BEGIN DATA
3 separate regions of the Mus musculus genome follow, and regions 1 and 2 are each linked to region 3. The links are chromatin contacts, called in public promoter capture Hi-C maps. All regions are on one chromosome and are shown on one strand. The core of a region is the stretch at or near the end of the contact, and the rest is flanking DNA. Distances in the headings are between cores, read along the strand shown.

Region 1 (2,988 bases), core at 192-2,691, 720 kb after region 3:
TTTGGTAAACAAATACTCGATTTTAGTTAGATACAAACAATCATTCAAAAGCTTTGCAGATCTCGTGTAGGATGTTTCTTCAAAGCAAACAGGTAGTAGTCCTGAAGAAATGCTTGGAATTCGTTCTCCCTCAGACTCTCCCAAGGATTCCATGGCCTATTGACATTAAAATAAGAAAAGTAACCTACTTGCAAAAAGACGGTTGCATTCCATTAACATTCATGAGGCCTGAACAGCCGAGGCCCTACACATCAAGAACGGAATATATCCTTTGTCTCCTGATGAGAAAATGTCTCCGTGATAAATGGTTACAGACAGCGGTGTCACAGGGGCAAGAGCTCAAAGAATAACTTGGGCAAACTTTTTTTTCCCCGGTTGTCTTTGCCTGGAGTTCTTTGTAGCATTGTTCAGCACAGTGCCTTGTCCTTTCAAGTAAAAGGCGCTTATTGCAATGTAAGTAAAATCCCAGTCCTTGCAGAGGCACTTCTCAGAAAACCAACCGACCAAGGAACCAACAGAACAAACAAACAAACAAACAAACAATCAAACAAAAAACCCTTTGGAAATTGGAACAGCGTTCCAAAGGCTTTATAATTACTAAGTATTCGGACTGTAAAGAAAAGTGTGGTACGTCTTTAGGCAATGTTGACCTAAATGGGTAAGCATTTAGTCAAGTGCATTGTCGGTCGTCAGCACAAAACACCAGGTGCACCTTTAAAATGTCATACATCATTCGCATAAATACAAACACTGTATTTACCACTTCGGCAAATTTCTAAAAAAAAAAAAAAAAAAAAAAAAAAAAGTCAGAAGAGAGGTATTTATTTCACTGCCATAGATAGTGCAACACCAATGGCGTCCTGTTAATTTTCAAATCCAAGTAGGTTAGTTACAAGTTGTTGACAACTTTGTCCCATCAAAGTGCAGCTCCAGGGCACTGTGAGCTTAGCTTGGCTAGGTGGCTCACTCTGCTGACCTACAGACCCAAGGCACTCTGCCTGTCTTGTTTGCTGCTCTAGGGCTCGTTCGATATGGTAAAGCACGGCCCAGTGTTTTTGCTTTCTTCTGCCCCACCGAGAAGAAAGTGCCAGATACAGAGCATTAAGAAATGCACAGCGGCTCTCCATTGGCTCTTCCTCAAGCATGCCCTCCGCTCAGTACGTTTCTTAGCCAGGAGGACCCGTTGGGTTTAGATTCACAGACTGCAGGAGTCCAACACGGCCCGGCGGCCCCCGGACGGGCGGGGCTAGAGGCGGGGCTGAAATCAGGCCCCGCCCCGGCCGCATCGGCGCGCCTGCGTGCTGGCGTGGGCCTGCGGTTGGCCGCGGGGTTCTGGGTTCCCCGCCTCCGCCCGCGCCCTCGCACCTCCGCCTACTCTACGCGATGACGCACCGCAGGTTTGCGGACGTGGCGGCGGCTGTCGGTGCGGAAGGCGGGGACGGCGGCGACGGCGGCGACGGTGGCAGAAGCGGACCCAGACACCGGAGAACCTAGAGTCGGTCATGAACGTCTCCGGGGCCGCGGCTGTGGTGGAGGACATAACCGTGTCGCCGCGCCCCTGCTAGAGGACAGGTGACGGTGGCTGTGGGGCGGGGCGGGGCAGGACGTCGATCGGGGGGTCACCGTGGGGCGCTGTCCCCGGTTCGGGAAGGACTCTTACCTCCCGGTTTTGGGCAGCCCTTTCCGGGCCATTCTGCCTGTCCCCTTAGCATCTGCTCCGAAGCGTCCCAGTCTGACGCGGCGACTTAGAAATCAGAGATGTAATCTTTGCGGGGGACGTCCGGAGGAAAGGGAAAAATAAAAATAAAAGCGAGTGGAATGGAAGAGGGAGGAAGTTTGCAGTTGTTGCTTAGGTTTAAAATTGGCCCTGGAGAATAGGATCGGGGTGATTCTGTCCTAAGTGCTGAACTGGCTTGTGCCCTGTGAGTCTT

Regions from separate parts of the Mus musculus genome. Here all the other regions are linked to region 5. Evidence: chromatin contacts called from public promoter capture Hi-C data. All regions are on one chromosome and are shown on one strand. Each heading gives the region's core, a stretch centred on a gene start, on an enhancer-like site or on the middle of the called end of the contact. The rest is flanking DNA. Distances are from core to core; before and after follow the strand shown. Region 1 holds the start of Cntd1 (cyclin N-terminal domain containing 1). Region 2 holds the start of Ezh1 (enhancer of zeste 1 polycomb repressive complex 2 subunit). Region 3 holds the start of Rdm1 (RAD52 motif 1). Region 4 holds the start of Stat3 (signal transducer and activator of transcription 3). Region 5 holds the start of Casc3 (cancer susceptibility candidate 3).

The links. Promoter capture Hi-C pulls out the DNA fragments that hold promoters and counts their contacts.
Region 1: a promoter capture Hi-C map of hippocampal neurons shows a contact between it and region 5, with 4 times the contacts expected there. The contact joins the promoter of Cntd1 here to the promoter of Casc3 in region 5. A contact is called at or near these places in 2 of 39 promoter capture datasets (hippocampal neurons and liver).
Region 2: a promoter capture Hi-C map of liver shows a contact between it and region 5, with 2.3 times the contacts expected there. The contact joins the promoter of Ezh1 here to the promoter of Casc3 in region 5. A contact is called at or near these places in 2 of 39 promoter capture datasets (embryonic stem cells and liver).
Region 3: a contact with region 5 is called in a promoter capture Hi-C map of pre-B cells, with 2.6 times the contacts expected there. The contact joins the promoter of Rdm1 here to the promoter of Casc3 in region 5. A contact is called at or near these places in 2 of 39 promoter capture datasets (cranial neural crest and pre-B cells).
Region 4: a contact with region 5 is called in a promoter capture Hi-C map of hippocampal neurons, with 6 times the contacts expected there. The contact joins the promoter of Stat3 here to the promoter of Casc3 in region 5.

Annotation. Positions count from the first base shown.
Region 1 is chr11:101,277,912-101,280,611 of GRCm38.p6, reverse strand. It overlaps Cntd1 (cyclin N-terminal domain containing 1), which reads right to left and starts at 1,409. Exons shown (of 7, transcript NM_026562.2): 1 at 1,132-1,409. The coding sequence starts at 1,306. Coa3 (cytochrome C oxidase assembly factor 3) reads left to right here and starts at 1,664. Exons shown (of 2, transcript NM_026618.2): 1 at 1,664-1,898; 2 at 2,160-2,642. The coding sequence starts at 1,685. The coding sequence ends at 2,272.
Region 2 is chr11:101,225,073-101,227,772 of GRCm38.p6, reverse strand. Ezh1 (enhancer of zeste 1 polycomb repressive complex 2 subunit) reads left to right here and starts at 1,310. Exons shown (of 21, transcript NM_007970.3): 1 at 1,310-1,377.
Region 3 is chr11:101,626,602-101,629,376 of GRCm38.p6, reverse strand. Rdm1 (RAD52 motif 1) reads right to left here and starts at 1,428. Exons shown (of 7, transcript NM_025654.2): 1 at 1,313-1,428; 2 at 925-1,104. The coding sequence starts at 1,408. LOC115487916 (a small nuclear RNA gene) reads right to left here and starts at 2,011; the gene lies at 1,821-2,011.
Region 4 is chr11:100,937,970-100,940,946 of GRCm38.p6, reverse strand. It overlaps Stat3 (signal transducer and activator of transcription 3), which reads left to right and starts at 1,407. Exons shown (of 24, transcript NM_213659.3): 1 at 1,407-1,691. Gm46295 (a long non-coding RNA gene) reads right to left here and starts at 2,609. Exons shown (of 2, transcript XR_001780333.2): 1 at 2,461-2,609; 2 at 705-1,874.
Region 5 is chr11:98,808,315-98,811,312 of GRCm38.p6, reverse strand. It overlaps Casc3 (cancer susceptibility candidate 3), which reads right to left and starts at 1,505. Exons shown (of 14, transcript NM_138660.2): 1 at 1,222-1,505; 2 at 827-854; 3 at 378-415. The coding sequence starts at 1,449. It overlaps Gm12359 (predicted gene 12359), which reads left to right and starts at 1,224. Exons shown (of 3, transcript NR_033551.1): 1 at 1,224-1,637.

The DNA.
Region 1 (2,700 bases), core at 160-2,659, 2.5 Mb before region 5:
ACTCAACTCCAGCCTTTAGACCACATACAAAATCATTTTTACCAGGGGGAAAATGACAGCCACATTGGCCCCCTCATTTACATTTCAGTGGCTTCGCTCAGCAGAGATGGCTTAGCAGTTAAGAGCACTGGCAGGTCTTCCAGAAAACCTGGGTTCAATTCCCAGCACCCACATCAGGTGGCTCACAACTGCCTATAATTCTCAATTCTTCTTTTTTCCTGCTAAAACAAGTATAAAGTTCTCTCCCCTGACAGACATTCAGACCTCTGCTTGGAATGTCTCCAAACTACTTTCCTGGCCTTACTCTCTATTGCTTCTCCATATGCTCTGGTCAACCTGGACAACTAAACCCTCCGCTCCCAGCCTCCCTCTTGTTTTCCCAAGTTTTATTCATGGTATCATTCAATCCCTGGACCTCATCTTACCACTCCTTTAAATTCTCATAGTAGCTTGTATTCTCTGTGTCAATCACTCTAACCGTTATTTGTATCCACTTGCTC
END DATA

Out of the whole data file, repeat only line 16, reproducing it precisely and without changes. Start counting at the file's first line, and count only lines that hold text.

The DNA.